Priest Wins Against Iron Chef

Former altar boy Bobby Flay issues his fajita throwdown challenge to Father Leo Patalinghug on the Food Network.
Former altar boy Bobby Flay issues his fajita throwdown challenge to Father Leo Patalinghug on the Food Network. (photo: CNS)

Father Leo Patalinghug’s “fusion fajitas” beat Bobby Flay’s “red curry-marinated skirt steak fajitas” Sept. 9 on the Food Network’s “Throwdown! With Bobby Flay.”

After preparing his signature dish for a crowd of parishioners at Mount St. Mary’s University in Maryland, the cooking priest commented, “My fusion fajitas are smokin.’ I guarantee this will make you say, ‘Thank you, God.’”

Divine providence was on Flay’s mind as he was driving to challenge the priest. “We’re going up against Father Leo,” he said. “As a former altar boy, I’m not so sure this is a good idea.”

During the challenge, Father Patalinghug shared some insights into his culinary skills. “Do you know who taught me how to cut?” he asked Flay. “Mother Teresa. When I was a seminarian, I’d go to the soup kitchens, and Mother Teresa said, ‘Okay, Brother, your job is to cut vegetables.’”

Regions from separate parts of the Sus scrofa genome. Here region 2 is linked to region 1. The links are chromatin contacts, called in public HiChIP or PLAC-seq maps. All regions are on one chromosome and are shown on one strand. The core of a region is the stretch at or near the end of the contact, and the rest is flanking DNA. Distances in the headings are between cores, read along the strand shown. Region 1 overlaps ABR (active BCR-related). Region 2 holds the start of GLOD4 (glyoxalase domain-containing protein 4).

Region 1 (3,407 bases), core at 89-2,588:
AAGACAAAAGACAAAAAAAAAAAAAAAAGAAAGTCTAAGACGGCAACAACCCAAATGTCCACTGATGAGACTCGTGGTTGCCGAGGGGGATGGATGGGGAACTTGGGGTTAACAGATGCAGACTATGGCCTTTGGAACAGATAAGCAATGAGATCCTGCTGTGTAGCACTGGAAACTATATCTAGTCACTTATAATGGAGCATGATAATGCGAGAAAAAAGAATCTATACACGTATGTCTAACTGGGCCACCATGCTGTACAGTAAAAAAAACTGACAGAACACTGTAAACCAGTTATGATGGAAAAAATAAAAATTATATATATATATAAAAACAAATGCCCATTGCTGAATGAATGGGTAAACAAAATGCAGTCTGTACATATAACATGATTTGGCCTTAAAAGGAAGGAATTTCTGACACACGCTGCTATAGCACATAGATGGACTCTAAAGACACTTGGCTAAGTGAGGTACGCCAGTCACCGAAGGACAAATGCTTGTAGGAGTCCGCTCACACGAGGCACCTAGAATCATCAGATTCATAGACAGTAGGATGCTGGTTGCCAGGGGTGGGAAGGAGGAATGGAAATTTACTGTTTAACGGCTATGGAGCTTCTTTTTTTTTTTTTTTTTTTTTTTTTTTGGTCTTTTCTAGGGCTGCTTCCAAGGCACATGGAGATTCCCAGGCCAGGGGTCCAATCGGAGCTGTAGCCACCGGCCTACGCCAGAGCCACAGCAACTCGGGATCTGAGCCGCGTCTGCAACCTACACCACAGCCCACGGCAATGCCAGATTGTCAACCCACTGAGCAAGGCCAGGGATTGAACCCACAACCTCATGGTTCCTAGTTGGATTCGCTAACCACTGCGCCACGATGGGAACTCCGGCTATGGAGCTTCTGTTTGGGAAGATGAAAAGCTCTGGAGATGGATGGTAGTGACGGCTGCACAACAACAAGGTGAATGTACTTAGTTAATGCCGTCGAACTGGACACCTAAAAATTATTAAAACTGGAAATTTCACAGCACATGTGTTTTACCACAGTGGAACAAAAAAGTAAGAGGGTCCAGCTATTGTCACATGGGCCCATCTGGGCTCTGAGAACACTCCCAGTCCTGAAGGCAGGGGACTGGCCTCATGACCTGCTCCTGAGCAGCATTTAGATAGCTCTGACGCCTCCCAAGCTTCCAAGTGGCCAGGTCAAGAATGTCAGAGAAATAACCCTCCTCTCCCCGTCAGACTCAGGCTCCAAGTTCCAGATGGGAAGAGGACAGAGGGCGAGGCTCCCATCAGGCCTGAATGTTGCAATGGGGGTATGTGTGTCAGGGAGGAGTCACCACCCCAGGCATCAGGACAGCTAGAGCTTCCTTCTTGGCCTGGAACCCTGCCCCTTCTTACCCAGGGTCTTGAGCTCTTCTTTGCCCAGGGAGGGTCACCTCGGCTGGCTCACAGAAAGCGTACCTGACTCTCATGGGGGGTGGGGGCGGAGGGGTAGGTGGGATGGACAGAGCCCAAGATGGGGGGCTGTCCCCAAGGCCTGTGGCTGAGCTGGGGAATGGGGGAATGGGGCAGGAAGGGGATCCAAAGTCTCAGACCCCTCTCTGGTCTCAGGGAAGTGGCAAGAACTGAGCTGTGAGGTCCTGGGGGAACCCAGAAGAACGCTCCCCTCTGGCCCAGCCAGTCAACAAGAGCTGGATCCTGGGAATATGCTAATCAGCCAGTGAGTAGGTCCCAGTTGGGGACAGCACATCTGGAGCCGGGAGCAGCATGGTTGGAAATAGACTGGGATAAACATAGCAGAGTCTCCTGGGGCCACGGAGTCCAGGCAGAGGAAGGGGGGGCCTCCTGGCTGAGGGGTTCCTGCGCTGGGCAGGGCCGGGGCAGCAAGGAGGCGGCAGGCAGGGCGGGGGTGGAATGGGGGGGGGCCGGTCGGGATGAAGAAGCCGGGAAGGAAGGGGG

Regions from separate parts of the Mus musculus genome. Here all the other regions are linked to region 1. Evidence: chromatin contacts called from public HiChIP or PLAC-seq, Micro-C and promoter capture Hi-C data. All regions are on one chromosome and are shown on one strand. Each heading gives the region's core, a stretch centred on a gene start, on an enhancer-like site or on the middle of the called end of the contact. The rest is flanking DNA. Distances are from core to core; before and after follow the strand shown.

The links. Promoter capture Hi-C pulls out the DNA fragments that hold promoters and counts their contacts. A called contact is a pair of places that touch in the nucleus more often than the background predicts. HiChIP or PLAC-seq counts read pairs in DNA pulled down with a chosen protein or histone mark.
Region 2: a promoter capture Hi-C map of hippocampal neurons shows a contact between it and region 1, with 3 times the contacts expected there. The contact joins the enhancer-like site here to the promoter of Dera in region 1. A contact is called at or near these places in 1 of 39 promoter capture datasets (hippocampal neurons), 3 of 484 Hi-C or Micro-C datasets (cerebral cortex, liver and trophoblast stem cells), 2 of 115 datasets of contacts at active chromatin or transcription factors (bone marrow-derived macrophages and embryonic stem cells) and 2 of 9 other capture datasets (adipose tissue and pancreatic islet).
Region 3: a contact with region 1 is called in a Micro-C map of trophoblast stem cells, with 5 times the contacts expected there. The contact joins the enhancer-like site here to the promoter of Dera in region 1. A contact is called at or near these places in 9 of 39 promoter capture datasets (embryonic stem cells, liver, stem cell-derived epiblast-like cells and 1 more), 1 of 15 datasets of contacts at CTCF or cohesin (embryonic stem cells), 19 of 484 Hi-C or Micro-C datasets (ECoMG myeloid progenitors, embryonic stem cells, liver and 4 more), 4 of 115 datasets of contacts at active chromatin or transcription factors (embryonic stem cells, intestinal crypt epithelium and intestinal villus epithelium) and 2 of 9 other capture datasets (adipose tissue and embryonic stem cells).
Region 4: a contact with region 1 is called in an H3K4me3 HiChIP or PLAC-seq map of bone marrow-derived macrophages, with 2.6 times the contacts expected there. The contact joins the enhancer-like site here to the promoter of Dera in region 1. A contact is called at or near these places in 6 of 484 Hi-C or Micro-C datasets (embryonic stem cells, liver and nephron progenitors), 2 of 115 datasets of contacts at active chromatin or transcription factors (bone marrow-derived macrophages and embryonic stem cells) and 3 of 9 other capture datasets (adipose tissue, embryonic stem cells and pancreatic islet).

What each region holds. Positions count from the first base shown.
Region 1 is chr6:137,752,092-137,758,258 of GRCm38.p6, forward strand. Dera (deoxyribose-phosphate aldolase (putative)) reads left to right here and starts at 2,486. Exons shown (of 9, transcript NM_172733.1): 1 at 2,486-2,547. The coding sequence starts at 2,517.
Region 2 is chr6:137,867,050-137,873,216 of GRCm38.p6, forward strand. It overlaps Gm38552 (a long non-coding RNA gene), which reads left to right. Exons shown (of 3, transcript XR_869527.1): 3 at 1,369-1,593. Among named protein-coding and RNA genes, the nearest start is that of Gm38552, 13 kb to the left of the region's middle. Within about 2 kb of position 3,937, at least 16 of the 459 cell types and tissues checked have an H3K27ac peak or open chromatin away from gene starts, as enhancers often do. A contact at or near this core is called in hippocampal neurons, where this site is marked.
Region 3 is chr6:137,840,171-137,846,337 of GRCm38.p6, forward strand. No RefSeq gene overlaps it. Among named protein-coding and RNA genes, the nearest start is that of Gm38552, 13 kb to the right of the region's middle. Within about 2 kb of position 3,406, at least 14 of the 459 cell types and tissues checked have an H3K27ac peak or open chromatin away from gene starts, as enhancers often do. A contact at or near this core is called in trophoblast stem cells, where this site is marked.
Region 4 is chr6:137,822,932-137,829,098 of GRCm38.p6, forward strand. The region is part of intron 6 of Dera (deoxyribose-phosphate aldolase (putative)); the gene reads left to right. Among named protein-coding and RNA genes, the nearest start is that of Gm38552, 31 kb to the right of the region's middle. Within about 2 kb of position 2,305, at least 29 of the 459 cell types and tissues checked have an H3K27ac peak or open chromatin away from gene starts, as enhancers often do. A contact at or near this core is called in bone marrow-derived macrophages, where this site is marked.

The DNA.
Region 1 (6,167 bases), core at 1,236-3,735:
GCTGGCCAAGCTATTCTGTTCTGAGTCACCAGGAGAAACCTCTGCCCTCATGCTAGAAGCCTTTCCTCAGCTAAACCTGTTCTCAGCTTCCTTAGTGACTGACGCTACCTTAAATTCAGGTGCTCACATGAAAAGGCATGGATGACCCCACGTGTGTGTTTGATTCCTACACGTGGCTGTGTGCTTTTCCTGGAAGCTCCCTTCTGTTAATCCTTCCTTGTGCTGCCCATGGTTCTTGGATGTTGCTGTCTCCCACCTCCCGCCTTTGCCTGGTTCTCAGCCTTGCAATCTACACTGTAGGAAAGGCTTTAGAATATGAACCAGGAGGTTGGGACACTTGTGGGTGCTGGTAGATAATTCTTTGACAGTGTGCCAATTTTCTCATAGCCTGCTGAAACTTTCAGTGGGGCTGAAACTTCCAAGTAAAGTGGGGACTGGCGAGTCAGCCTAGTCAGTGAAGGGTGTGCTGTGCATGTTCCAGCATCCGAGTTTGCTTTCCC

Both competitors recognized the skills of the other.

Flay said of the priest’s dish, “It’s a fajita with impact.”

Father Patalinghug said of Flay’s fajita, “This is absolutely delicious.”

The priest’s parishioners liked how his fajita was sweeter, but they also liked Flay’s spicy concoction.

The contest’s judges said of the priest’s fajita, “I’m liking the sauce” and “Somebody knew what they were doing when they were searing the meat.” Of Flay’s they commented, “There’s a smoky aftertaste” and “The peppers are more pronounced.”

Father Patalinghug pulled out his rosary during the judging. “Do you want one?” he asked Flay.

“What number are you on?” Flay replied.

“I lost count,” the priest admitted.

But then the suspense was over: The fusion fajitas won! The crowd erupted in ecstatic cheers when Father Patalinghug’s fajita prevailed; the priest-cook was beaming.

“There was lots of praying during the judging, but he didn’t need it,” Flay said after the results were in.

Father Patalinghug said of the win, “What an honor,” then added that the food’s purpose was achieved: “We brought families together.”

To get more background on Father Patalinghug’s cooking and food-based ministry for families, Grace Before Meals, see our previous post, which includes a link to a feature article on this winning priest and other “Catholics in the Kitchen.” To read Father Patalinghug’s reflection about the experience, go here: